John Long: Now, how can they get in touch with you?
Clay Cavinder: They can start through their county office. The agent in their county should know, be engaged with that program. And then, if the agent doesn't want to come do that or in terms of, just doesn't feel comfortable with it, I'd be more than happy to come help the agent do that and put that on at the county level, but that'd be the first place.
Clay Cavinder: And then maybe, maybe me secondly. But engaging their county office, that's where I would say to start.
John Long: That's awesome. That's awesome. And Cobie, where can our listeners go, just to find out more information about 4-H?
Cobie Rutherford: Our listeners can go to our Extension website, which is constantly changing with updates, at extension.msstate.edu.
John Long: And, if you're a podcast junkie like the rest of us in this room are, you would like to subscribe to this podcast, please do. We would love to hear back from you, and you can reach us at the state 4-H office via email or by phone at (662) 325-3350. And my email is John.Long@msstate.edu.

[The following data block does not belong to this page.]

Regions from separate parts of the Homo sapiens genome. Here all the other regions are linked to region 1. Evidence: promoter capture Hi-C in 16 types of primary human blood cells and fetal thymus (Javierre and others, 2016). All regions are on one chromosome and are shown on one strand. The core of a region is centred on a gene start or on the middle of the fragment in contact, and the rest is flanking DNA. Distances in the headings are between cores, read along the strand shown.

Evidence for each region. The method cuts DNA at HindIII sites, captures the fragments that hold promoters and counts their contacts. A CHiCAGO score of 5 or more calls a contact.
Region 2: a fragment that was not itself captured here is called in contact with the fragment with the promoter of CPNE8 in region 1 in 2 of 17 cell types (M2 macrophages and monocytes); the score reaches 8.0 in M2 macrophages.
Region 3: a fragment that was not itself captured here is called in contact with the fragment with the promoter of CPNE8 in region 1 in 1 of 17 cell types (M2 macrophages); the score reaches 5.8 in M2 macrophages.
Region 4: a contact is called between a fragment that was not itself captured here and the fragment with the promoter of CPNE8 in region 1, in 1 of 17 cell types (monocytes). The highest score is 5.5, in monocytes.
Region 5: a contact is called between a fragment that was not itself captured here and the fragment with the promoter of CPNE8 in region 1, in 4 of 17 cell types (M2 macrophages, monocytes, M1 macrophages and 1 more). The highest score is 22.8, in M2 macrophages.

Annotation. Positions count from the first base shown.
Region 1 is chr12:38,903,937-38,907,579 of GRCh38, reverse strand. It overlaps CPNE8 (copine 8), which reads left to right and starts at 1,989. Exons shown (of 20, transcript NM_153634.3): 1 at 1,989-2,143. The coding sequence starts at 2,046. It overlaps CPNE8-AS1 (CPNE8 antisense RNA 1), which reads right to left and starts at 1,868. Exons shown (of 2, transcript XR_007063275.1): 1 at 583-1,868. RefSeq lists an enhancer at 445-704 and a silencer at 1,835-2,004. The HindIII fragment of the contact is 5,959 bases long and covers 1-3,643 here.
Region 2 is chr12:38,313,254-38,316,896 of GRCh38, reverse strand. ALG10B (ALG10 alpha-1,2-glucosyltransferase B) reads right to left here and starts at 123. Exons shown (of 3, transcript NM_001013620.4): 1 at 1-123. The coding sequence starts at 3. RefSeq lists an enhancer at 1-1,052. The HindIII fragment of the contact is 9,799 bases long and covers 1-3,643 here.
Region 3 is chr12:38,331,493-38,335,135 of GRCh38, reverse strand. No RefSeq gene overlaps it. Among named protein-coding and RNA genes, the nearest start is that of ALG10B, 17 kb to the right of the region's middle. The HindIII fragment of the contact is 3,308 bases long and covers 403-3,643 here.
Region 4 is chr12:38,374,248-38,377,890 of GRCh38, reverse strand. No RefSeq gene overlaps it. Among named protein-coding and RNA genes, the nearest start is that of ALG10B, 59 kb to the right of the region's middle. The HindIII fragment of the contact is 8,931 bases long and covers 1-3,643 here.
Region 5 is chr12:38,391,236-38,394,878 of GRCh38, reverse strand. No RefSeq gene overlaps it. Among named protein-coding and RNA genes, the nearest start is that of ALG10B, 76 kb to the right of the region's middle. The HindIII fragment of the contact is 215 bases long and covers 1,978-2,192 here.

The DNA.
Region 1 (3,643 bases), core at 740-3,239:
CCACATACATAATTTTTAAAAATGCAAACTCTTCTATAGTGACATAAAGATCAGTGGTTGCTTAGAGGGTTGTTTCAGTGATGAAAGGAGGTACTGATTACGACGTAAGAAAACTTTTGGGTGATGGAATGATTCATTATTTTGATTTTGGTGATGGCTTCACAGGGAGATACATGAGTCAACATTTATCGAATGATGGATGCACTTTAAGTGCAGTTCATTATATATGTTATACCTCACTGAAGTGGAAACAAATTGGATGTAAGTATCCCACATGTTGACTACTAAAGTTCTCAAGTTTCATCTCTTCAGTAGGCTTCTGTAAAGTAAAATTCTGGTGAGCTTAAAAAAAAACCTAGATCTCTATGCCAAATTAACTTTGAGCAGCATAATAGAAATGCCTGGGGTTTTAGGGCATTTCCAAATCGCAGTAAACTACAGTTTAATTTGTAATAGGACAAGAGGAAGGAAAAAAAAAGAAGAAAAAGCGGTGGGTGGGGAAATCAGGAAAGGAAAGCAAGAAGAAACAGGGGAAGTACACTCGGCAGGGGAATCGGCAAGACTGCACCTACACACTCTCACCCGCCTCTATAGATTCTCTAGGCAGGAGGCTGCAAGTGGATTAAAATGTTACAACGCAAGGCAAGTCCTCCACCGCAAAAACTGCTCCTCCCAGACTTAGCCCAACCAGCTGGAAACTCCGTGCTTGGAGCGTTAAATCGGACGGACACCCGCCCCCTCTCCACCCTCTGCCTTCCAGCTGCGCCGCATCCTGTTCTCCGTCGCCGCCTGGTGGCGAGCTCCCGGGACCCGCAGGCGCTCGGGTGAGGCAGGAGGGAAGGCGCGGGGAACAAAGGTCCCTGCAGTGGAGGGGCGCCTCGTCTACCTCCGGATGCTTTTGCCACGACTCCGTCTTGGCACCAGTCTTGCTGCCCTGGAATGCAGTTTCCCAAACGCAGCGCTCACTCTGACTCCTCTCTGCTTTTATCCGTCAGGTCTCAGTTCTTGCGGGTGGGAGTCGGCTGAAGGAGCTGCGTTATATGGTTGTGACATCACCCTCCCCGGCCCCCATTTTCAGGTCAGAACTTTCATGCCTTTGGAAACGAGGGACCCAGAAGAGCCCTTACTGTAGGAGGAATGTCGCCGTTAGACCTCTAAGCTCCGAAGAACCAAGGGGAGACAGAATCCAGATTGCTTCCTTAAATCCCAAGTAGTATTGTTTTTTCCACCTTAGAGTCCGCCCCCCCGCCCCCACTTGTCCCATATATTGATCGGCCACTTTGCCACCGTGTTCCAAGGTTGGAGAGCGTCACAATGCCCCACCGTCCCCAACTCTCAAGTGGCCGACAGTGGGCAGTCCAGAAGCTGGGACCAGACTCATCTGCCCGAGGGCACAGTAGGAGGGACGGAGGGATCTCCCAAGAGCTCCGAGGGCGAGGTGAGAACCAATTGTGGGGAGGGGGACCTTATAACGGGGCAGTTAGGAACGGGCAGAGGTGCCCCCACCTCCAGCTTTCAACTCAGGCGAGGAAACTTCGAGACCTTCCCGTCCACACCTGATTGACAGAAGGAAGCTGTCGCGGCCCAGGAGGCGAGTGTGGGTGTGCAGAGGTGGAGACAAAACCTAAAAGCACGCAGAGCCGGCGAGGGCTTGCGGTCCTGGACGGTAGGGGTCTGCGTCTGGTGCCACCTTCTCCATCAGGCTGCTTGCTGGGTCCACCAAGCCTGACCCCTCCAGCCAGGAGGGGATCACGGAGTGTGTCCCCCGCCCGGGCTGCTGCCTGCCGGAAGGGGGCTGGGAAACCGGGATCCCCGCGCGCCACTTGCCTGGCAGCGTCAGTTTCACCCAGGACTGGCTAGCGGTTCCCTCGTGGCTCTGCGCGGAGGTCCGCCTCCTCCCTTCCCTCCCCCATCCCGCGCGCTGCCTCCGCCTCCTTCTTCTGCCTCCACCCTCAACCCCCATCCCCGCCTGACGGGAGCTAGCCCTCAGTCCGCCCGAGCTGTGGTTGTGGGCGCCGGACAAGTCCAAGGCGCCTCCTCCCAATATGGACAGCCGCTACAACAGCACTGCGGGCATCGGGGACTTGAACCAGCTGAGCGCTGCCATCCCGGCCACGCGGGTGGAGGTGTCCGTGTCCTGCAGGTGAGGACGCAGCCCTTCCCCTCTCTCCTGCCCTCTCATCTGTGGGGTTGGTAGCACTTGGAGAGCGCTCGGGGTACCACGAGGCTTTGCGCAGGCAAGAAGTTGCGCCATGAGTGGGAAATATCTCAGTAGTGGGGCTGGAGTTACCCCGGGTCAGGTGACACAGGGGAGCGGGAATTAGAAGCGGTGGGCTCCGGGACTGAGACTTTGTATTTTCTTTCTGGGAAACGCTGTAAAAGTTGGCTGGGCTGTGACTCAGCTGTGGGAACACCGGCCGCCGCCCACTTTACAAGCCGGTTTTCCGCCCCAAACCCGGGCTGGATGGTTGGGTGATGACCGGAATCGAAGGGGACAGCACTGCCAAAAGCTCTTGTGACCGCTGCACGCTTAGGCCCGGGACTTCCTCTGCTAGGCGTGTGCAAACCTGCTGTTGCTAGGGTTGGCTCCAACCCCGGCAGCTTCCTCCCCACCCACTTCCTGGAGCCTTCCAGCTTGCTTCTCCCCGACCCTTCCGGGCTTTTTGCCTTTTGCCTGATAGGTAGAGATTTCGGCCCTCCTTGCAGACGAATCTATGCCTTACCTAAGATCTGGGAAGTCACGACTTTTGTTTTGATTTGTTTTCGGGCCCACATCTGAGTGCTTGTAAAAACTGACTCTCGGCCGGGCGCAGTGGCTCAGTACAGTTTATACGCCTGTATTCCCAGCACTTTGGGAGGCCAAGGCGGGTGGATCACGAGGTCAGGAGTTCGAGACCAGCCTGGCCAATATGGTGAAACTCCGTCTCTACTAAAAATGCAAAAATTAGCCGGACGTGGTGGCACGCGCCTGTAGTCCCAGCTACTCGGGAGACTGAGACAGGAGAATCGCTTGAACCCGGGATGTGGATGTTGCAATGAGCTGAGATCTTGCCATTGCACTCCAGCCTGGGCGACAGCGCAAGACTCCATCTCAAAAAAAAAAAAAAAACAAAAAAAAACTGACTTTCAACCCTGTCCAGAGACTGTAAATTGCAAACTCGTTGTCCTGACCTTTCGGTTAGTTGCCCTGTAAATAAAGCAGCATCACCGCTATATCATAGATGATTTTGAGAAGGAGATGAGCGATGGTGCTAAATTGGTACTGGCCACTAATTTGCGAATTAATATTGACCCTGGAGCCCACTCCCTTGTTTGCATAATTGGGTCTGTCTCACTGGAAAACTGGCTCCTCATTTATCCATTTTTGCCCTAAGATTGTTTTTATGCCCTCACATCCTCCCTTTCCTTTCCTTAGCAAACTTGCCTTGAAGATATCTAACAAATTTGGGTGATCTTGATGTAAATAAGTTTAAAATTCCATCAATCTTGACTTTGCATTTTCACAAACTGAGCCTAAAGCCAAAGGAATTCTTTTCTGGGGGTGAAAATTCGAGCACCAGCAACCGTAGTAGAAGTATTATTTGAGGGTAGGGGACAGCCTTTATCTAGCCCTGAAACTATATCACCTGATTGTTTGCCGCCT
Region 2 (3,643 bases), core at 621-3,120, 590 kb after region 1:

Cobie Rutherford: And mine is Cobie.Rutherford@msstate.edu.
John Long: We'd love to hear from you. So with that, we're going to call this the end of our podcast for this week, and we'll hope you join us next time on 4H4U2.
Announcer: Thanks for joining us for 4H4U2. For more information, please visit extension.msstate.edu and be sure to subscribe to our podcast. 4H4U2 is produced by the Mississippi State University Extension Service, Office of Agricultural Communications.